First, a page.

Maneater

Developed by: Tripwire Interactive

Published by: Tripwire Interactive

Available on: PC, PlayStation 4, Xbox One (Available on Nintendo Switch later this year.)

I always thought that being a teenage bull shark would be amusing. What’s not to like about getting into life-or-death fights with alligators or terrorizing upwardly-mobile sun worshipers whose life choices negatively impact a marine ecosystem? But as someone who isn’t getting any younger, I was pleased to find out that an elder bull shark is liable to have a lot more fun — picking on tougher fauna, making quick work of shark hunters and surviving out of water for a longer period of time — making it that much easier to take a bite out of the leisure class.

“Maneater” is a moderately funny, environmentally-conscious, open-world shark game that puts players in control of a female bull shark whose task is to grow larger and more powerful by consuming as much as possible. Structured around a series of episodes, the game imitates the form of a wildlife TV show complete with a snarky unseen narrator and a couple of recurring characters, Scaly Pete and his son Kyle LeBlanc, who serve as the shark’s human antagonists.

Scaly Pete, a sort of low-rent Ahab, is a Cajun fisherman who develops a special enmity toward the female bull shark. She had, after all, bitten off his lower arm after being caught (he threw her back into the water for being a small fry.) Pete is an old salt through and through whose rough-and-tumble personality clashes with his son’s more reserved nature. A fateful run-in with the shark when she is older only increases his bitterness. “Maneater’s” narrative plays off the types of personality clashes and individual obsessions that are a hallmark of reality TV. Aside from Scaly Pete and his son there are ten other hunters for you to scrap with as your shark gains infamy for snacking on people. They, however, receive far less screen time as each is given only a very brief cutscene intro.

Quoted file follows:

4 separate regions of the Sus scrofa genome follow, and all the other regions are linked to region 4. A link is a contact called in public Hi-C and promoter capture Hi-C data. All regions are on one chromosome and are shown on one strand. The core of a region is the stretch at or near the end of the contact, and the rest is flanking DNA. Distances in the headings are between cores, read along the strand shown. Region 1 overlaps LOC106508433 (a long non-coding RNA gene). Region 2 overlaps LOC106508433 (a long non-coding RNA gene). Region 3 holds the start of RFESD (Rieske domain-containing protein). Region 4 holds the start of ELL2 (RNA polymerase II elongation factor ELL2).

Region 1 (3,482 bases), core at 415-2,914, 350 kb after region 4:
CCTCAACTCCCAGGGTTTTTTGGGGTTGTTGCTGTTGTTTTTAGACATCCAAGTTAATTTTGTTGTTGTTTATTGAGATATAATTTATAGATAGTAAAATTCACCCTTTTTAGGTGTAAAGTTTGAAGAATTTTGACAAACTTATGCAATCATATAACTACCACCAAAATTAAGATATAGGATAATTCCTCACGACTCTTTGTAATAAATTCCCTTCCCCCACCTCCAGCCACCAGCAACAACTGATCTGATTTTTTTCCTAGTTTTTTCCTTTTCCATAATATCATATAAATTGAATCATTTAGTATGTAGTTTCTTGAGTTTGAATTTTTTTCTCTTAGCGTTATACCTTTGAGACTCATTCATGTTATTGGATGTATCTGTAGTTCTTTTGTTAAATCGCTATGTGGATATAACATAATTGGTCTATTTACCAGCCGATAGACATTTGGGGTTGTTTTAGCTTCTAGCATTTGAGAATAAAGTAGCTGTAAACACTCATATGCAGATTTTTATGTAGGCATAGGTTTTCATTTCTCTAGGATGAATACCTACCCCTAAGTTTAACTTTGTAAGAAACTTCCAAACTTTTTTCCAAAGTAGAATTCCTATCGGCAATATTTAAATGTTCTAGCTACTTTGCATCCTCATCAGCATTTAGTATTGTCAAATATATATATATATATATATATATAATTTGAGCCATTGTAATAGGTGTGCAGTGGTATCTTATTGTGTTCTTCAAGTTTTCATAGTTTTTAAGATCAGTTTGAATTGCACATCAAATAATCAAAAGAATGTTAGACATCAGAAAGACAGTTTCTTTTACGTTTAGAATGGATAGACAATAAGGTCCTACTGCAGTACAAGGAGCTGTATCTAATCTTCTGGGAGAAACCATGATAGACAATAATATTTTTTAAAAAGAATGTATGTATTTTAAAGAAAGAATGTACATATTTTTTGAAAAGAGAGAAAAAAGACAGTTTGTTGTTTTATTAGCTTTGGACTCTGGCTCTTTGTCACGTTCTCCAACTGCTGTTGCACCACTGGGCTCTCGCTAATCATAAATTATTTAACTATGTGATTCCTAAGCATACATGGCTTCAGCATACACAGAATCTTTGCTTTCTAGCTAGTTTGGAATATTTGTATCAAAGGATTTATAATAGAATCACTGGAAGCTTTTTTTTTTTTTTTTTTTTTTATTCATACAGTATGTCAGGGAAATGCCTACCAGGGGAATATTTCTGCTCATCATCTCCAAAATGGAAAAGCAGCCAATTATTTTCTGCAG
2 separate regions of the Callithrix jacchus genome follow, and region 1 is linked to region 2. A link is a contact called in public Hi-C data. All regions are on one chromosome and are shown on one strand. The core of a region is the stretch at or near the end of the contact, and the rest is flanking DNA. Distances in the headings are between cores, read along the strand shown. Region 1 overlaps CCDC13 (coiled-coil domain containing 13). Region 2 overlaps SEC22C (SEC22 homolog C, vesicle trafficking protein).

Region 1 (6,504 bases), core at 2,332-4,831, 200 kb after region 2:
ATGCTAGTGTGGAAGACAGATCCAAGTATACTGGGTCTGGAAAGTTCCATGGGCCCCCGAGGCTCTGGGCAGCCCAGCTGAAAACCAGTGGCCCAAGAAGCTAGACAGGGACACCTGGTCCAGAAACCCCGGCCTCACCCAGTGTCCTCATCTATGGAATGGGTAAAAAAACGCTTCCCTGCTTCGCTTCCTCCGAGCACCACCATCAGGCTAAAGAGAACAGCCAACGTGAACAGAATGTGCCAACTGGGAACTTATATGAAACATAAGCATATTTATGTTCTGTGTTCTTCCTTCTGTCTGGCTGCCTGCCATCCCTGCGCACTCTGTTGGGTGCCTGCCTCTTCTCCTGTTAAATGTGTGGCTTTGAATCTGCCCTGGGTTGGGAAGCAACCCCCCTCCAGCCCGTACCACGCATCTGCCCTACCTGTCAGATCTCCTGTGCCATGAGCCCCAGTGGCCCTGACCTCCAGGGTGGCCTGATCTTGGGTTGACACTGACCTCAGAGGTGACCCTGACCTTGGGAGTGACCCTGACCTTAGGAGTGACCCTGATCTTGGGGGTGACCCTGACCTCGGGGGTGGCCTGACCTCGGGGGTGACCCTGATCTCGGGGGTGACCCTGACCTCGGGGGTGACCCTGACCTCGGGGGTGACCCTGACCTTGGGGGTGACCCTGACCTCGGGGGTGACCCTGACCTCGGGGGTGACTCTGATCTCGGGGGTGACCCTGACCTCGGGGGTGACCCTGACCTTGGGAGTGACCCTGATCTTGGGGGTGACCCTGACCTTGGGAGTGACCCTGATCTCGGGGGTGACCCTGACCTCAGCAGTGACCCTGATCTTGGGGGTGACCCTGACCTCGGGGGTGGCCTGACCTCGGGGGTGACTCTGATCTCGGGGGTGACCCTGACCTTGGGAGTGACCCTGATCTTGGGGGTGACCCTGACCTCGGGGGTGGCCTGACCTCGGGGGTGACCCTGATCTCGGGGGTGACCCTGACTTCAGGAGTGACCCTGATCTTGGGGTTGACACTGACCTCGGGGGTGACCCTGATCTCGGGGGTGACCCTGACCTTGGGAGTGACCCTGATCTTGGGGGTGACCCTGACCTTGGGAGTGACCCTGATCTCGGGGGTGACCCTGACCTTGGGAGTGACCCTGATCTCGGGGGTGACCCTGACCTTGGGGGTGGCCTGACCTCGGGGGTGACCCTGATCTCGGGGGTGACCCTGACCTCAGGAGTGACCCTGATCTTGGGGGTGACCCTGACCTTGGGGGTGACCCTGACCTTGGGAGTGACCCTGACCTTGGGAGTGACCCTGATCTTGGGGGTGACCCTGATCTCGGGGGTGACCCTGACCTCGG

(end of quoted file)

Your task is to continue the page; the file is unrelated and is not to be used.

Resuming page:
As with most open-world games, activities are divided among story, optional and scavenger missions. Primary missions ask you to engage in a bit of population control by feasting on species that dwell in specific locations, or to take revenge on humans for the sprawling landscape of refuse that mars your underwater habitat. (The narrator is fond of skewering people for their blithe attitudes toward the environment. His use of corporate jargon that pays lip service to things such as “environmental stewardship,” is a hoot.)

After completing most of the story missions in an area you get to take on that region’s apex predator before moving on to a new section of the map. Throughout the campaign you’ll be able to scrap with alligators, barracuda, orca and others. The creatures in “Maneater” are well animated and the fights aren’t overly difficult if your shark is properly leveled up before taking on an adversary.

Dotted across the map are grottoes that serve as fast travel points and places where you can evolve your shark using materials gained from consuming different critters. You can upgrade the bull shark’s anatomy from head to tail. A number of the modifications are either bone or bioelectric upgrades. Bone upgrades tend to make you stronger and more agile while bio-electrics envelop you in an electric current. I went all in on creating a mutant lighting shark with a head that can short-circuit boats after ramming them and fins that inflict lighting damage upon a successful evasion. The game explains such outlandish mutations with reference to the old Marvel comics’ trope. You know the one: exposure to radiation leads to superpowers a la The Incredible Hulk, etc.

I enjoyed “Maneater” as a light arcade-style experience. If the idea of zoning out and basking in the serenity of being an unstoppable predator sounds appealing, then consider this an inviting summertime snack.

Christopher Byrd is a Brooklyn-based writer. His work has appeared in the New York Times Book Review, the New Yorker and elsewhere. Follow him on Twitter @Chris_Byrd.

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